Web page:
By John Feinstein,
The lockout of NHL players that dragged on for 113 days and cost the league more than half the season was a battle over money, as all collective bargaining negotiations are. More than that, though, it became a battle of egos, which is why it took so long to resolve issues that should have been agreed upon sometime last summer.
Gary Bettman was absolutely set on “winning,” because he had won his first two CBA negotiations as NHL commissioner — one costing more than half a season, the second costing an entire season. But his opponent this time, Donald Fehr, also had a perfect record — albeit in another sport.
In the end, they both lost. Hockey lost, and the sport’s remarkably loyal fans lost more than anyone.
Those fans will get a 48-game regular season with games coming at them nonstop and a lot of teams playing tired as the regular season ends. They will get Stanley Cup playoffs that will end shortly before the Fourth of July, and they will get a season in which they won’t see any foes from the opposite conference at all. So if you are a Washington Capitals fan, you won’t see your team play the defending Stanley Cup champion Los Angeles Kings unless both teams make it to this season’s finals.
When the ice chips finally cleared early Sunday morning, the owners walked away feeling as if they had closed loopholes in the salary cap and made some extra hockey revenue. The players walked away knowing they will still be very well-compensated — the minimum salary for an NHL player will go from $525,000 a year to $750,000 a year by the end of this deal.
Good for everyone. All it took was half a year of sniping and backbiting to get this done. The owners started it in July, demanding that the revenue split go from 57 percent to the players to 57 percent for the owners. Not only was there no way the players were going to come close to accepting those numbers, but such an outrageous opening offer set an angry tone that lasted almost six months.
The owners have tried — sometimes not so quietly — to portray Fehr as the black hat in all this, saying he wanted to stonewall and stall more than he wanted to truly negotiate.
That’s a convenient story line except for one thing: Fehr was still running the baseball players’ union when the first Bettman-led lockout took place in 1994 and was also still in baseball eight years ago when the entire NHL season was lost to a lockout. He was not the common denominator in any of this, but his presence clearly did make a difference for the union.
The owners can — and will — declare victory. They got the players to agree to a 50-50 split of revenues, and they got a term limit on contracts of seven years — eight for a player re-signing with the same team. That means there won’t be any more 13- or 14-year contracts like the ones some owners were handing out this summer (at the same time they were collectively demanding those limits). The owners also got next year’s salary cap lowered from a little more than $70 million to $64.3 million.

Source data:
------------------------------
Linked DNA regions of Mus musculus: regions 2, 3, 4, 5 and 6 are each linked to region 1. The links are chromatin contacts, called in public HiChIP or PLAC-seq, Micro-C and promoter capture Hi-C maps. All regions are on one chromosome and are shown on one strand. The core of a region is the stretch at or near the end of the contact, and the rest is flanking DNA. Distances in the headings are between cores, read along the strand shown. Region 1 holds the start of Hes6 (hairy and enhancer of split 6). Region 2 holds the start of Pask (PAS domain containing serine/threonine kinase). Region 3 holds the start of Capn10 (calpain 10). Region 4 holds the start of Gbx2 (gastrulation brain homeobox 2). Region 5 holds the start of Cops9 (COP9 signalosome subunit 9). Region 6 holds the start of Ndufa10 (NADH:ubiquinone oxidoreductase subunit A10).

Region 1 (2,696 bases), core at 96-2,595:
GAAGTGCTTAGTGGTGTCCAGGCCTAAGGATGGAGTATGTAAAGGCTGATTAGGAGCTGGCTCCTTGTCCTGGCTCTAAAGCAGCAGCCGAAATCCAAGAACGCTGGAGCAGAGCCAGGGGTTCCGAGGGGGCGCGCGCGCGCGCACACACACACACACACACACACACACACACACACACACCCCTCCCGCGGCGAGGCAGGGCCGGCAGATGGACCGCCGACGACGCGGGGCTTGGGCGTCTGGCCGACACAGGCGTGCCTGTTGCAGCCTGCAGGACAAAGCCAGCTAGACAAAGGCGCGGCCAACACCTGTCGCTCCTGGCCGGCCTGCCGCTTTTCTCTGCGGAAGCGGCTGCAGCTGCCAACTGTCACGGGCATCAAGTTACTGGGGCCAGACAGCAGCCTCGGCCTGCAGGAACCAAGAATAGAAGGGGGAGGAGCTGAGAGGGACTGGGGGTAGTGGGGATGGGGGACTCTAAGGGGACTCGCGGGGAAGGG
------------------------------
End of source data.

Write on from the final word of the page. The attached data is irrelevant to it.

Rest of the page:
In many ways, though, it’s a Pyrrhic victory. Not only have both sides lost millions of dollars — perhaps billions by losing more than half a season — they also have damaged their image with those who care about their sport. What’s more, Bettman and the owners have infuriated NBC, their television partner, by costing the network the Winter Classic and the All-Star Game, not to mention more than three months of inventory desperately needed by the NBC Sports Network.
If there is one thing no commissioner wants to do, it is upset his television partners. That’s especially true in hockey with the new 10-year, $2 billion deal that NBC recently gave the NHL. Bettman has been running the NHL for almost 20 years, and he has helped bring some semblance of financial stability to the league — although he made a mistake in over-expanding, which created enough weak franchises that getting a salary cap and a 24 percent rollback in salaries eight years ago wasn’t enough to avoid another work stoppage.
But he clearly has come out of this battle weakened. He did not deliver on his promise to take down Fehr. If anything, the fact that the owners ended up accepting a deal that was, for all intents and purposes on the table for them to accept in early December and was rejected, makes it clear that Fehr’s willingness to go to court frightened the league.
If you listen to the owners, they weren’t at all afraid of that, believing that no U.S. court would rule in favor of a Canadian-based union. The baseball owners believed advisers who told them no court would rule against them in 1995 and lived to rue that day and that expectation.
The next 11 days will be about everyone getting back on the ice and beginning to talk hockey again, which is good news for all who care about the sport. There was one key issue left undecided: whether the league will take part in the Olympics in 2014. This should be a no-brainer. Olympic hockey has been a boon to the NHL, especially in 2010 when the gold medal game between the United States and Canada turned into a classic.
There are some on the Bettman/ownership side who don’t like stopping the season for two weeks for the Olympics. If they should prevail and the NHL pulls out of the Olympics, it will be a huge setback for the sport.
Hockey will survive, regardless. It lost an entire season and attendance actually went up slightly the next year. It has now gone through three bitter, damaging lockouts, and no doubt will find light at the end of this tunnel, too.
That’s testimony to hockey fans’ love of their sport. It doesn’t mean what just happened wasn’t ludicrous. The money issues could have and should have been resolved in August. Sadly, it took until now to finally resolve the ego issues.
For previous columns by John Feinstein, visit washingtonpost.com/feinstein.